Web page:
Always a tried and true option and the gift that keeps on giving. I have been known to ask family members who might give my kids gifts for the holidays to think about experiences. Trips to the movies, for ice cream, or to the beach. Lessons for swimming, or skiing, or dance. Memberships to the children’s museum, the zoo or tickets to plays or sporting events.
I always like adding to my children’s library for gifts. It encourages their love of reading, expands their knowledge of the world, and when done carefully and intentionally can be sustainable, too! Does your library have a kids’ program? Consider getting a membership or their own library card! You can also look second hand either at used bookstores, mom to mom or garage type sales or often your library will have sales on books no longer in circulation. You’d be surprised how many books you can find in great condition!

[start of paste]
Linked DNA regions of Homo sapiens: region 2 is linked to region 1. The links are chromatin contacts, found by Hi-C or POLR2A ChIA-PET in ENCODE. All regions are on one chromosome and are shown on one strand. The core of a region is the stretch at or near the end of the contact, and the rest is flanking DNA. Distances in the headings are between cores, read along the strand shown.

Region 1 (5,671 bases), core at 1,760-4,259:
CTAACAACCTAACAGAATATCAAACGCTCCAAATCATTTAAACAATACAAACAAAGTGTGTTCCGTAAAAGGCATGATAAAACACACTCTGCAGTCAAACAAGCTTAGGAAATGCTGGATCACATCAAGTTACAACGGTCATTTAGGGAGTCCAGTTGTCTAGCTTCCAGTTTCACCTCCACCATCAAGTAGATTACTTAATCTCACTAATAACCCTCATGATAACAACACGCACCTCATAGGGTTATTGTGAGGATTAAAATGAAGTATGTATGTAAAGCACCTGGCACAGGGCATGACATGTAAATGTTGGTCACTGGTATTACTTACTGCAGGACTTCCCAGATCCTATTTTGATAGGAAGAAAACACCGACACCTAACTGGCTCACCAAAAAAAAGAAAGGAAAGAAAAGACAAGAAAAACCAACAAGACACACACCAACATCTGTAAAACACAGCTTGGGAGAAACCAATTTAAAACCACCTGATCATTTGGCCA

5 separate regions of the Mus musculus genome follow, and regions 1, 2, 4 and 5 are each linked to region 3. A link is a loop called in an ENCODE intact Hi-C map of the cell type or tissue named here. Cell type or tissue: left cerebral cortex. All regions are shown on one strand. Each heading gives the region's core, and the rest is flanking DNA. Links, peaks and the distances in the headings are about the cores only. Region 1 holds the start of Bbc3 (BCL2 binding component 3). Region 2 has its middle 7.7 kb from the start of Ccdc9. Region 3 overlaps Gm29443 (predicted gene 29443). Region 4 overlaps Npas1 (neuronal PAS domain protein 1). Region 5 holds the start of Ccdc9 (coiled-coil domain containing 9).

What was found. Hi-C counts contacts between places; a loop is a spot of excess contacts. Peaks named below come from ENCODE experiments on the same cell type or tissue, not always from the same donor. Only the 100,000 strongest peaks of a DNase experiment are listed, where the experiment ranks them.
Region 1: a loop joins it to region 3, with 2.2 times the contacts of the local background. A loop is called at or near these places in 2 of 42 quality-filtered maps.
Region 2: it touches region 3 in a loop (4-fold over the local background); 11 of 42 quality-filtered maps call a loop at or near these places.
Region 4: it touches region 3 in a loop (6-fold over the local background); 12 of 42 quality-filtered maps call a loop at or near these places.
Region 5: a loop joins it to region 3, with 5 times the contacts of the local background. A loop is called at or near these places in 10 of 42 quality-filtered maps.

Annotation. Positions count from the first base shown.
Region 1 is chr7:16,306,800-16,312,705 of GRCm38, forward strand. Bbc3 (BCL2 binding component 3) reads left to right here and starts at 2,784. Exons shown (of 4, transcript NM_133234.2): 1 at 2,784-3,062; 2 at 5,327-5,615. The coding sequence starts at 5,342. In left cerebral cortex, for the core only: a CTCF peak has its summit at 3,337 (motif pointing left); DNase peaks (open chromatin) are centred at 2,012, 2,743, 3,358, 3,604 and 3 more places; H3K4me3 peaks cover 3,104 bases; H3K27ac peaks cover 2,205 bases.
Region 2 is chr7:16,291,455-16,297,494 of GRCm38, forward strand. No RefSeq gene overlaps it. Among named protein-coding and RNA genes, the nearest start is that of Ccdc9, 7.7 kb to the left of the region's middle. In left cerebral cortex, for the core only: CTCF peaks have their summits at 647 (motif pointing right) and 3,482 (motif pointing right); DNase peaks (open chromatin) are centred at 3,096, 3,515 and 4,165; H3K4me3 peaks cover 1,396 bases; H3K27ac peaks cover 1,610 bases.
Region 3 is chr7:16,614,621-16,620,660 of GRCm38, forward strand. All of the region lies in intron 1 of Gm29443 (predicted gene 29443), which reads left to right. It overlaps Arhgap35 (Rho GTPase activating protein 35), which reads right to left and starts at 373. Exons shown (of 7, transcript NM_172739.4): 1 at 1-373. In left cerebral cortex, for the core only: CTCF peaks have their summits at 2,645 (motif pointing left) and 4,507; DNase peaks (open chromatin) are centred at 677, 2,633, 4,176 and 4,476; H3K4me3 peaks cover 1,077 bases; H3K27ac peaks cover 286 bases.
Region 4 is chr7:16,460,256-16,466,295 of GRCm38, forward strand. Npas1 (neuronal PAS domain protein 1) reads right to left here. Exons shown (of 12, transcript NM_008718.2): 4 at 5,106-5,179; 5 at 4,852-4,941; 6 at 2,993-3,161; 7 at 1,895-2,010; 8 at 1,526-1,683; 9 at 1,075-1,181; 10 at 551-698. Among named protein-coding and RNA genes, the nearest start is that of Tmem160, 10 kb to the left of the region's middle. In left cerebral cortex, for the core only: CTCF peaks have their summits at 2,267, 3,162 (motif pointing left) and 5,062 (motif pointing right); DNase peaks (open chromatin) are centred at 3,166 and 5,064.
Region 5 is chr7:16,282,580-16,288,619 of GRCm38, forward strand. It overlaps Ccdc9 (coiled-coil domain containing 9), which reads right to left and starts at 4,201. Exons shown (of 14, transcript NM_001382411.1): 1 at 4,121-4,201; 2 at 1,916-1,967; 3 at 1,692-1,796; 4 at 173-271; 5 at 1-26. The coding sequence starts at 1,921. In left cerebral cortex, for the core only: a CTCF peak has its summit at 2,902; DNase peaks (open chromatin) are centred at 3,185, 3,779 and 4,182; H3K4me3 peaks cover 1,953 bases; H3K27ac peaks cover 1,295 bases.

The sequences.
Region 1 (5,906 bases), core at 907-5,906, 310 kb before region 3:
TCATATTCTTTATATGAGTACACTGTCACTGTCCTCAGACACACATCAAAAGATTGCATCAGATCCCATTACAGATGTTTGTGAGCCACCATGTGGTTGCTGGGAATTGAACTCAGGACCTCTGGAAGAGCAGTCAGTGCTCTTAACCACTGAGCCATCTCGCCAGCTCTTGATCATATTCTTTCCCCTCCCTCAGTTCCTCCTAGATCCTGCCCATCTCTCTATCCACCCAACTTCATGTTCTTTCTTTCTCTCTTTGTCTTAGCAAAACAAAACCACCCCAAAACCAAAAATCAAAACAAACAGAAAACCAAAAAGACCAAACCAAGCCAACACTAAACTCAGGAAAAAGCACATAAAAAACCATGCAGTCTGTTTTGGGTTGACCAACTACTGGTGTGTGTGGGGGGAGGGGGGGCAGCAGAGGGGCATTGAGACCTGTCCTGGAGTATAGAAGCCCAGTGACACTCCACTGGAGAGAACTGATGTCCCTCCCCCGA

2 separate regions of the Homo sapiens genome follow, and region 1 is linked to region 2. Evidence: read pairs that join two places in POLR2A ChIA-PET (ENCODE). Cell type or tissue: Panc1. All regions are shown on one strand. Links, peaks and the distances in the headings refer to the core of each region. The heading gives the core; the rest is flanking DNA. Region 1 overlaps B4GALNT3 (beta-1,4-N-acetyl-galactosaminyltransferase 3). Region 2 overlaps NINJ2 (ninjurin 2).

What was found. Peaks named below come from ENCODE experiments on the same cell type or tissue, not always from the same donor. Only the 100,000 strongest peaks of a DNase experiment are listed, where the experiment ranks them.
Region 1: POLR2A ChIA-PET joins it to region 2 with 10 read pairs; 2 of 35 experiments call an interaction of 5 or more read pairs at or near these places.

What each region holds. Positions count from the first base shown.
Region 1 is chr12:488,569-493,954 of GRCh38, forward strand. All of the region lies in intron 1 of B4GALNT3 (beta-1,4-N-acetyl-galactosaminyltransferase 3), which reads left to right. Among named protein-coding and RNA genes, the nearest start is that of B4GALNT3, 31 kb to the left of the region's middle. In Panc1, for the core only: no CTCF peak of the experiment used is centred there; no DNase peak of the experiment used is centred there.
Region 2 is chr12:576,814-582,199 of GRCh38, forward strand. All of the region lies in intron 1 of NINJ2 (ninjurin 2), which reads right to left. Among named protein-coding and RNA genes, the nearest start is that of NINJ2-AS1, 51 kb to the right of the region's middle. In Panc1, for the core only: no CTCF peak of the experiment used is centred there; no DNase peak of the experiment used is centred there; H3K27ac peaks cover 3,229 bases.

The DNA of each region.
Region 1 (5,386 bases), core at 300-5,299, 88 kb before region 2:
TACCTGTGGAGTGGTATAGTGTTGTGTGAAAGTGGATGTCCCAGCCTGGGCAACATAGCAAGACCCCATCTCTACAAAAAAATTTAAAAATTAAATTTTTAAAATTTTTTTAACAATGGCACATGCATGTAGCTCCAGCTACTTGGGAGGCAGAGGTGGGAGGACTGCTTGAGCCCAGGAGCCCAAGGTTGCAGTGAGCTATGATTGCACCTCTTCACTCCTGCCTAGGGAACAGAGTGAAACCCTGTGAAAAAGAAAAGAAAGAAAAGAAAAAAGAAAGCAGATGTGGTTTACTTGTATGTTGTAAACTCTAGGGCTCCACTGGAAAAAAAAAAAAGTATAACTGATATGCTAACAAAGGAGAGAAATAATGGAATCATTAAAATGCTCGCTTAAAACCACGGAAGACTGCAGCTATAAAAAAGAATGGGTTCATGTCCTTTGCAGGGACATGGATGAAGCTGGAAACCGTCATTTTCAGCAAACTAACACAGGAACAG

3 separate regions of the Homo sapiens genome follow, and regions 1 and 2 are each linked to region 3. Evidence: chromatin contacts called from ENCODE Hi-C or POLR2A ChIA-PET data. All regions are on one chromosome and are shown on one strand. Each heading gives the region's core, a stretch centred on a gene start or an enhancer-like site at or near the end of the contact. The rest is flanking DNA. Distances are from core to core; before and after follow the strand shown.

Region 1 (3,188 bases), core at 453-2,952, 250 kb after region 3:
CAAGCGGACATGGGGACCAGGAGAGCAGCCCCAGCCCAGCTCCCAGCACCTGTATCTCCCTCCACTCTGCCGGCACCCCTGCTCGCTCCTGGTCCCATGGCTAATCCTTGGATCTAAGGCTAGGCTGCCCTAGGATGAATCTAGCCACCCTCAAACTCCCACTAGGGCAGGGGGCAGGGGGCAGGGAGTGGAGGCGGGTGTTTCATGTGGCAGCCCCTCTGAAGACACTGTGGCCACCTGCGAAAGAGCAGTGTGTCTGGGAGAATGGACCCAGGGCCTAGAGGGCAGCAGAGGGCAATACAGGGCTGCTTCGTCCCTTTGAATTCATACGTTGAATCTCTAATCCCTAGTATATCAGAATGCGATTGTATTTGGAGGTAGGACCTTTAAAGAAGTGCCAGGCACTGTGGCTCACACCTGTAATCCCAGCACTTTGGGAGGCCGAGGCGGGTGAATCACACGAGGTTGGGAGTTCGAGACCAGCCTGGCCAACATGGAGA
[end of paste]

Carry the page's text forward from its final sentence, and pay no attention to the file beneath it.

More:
Where there’s spring, there’s summer waiting around the corner! Ditch the socks and put some adorably ethically made sandals in their Easter baskets. These ribbon sandals made at Sseko Designs help send women in Uganda to college and come in tons of fun colors. And mom can get herself a pair to match, just sayin’.
*That’s my affiliate link right there, just for transparency’s sake and all that.*
You’ll notice that some of these items above also fit into this category, but I wanted it to stand alone, too. If you’re like me and are often overwhelmed by all the STUFF, please do not think you need to give your children MORE to make a holiday feel special. Do your kids need a new toothbrush? Socks? Plates and utensils? Summer clothes? Underwear? Diapers? A new backpack for school because they lost it? (That really happens, just so you know.) Put it in a basket and hide it and your kids will be SO excited. I do this all the time, and it still makes it fun and special without breaking the bank or giving yourself extra STUFF to deal with.
Well, I hope I saved your Easter Bunny a lot of time avoiding the research black hole with some easy, ethical, and fun options for your kids’ baskets this year! If you have any suggestions to update this list, please let me know because I would love to hear from you!